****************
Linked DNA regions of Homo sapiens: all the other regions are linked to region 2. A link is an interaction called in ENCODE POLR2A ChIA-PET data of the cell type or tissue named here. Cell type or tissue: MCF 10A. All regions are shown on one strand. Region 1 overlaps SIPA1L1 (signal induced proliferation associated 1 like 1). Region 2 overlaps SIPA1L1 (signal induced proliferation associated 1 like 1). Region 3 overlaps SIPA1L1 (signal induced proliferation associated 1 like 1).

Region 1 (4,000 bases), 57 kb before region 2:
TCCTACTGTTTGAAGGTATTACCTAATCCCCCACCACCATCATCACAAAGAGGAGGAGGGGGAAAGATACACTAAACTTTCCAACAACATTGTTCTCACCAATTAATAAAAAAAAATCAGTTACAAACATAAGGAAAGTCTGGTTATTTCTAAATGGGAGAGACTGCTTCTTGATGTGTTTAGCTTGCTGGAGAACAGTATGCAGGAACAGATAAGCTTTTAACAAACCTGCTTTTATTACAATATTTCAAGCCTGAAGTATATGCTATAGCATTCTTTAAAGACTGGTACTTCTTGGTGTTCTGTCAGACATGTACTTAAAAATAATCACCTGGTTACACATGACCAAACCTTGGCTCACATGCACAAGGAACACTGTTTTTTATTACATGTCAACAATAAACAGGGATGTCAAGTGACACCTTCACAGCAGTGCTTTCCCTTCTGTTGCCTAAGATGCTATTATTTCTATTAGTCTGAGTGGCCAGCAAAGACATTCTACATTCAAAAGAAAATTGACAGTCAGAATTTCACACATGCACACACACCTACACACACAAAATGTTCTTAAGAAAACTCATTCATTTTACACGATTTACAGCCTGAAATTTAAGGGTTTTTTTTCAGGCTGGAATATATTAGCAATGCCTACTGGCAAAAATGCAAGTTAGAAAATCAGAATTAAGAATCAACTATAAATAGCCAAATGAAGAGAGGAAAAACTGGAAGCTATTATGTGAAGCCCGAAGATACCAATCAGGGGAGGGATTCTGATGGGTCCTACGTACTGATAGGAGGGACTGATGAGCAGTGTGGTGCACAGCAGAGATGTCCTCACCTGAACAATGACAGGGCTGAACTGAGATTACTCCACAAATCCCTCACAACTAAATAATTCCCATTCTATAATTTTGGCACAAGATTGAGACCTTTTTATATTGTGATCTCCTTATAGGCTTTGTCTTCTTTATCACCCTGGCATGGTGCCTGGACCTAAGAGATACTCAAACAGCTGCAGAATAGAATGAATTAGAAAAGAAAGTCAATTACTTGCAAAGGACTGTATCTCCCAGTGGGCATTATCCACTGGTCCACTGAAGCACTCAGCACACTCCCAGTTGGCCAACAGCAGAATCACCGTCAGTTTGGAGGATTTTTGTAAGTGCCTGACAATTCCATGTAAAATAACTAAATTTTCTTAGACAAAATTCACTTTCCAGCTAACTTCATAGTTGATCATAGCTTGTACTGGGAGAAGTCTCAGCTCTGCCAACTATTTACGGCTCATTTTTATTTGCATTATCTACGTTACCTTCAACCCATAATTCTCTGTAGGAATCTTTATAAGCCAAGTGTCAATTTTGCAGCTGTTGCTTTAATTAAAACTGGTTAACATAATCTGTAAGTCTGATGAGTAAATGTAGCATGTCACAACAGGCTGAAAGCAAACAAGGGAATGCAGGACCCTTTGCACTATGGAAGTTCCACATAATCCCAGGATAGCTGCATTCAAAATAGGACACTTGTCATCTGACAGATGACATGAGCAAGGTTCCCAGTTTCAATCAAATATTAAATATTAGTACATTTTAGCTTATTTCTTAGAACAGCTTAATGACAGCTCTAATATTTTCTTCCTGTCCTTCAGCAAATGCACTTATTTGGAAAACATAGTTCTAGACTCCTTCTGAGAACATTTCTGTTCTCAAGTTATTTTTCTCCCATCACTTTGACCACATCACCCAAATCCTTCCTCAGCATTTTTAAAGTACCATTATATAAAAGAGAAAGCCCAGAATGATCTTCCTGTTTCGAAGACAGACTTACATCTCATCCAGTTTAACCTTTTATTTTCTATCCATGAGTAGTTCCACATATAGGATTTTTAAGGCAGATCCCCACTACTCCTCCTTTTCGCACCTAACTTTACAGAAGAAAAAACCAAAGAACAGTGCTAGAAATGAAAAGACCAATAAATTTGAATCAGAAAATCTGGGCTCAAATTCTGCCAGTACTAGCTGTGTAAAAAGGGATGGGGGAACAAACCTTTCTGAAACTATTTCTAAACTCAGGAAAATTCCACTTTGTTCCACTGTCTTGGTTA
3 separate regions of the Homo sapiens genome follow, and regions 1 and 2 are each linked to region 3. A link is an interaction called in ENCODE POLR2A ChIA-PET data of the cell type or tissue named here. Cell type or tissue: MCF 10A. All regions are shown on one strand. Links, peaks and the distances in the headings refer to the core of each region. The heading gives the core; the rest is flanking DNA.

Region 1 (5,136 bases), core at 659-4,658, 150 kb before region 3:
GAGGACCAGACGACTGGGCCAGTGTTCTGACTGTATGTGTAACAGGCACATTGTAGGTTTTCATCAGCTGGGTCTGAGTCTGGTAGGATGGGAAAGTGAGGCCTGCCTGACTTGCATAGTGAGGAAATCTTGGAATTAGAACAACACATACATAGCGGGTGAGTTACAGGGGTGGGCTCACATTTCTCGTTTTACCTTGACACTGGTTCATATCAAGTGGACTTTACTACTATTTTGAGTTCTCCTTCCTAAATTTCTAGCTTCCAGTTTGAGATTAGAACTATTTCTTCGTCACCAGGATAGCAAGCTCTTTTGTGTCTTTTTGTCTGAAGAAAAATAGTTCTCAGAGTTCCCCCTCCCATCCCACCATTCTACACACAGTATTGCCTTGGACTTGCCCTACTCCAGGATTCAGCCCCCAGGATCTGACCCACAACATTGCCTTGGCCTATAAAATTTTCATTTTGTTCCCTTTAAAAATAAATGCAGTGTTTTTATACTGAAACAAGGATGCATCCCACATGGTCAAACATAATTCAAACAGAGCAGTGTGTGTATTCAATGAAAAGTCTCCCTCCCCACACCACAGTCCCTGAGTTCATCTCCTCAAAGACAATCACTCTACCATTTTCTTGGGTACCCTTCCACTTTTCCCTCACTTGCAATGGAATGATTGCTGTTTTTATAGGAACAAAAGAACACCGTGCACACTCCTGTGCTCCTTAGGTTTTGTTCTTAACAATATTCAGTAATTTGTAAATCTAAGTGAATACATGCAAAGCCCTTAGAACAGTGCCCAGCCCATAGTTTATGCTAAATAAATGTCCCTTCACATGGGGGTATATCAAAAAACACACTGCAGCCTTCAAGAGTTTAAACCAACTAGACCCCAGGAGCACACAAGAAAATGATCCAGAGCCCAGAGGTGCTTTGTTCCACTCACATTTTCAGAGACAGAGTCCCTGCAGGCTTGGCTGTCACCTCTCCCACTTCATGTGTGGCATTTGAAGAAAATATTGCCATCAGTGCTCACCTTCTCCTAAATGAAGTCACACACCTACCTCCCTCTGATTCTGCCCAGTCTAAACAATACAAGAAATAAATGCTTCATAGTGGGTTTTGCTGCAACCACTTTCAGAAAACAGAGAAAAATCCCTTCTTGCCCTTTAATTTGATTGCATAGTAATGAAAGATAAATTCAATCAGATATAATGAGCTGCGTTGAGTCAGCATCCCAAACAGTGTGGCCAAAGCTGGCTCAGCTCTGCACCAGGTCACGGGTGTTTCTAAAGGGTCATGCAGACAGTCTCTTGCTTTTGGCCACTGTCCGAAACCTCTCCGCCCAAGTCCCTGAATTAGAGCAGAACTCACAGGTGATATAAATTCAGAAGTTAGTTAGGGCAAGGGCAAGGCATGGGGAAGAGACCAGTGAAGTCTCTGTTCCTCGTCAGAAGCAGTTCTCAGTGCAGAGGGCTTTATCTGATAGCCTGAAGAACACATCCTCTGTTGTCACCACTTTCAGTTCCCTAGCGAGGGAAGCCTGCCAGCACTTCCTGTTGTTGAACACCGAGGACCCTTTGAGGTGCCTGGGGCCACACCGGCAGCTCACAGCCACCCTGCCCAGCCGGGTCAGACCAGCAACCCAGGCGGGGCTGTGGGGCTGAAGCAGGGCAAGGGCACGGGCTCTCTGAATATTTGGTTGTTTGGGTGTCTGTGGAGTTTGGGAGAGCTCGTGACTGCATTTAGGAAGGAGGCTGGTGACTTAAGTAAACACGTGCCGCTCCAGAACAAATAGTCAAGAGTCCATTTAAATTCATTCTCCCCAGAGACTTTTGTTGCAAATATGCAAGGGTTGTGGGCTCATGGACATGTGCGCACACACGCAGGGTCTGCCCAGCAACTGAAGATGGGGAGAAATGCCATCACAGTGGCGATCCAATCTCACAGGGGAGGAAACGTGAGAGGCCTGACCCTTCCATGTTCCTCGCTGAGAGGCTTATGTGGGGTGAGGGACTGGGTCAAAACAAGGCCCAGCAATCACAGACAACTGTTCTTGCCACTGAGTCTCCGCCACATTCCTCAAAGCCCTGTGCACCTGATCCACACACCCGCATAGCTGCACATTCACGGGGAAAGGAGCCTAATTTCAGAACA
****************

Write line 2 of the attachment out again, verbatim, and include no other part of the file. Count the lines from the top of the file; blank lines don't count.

Region 1 (4,000 bases), 57 kb before region 2: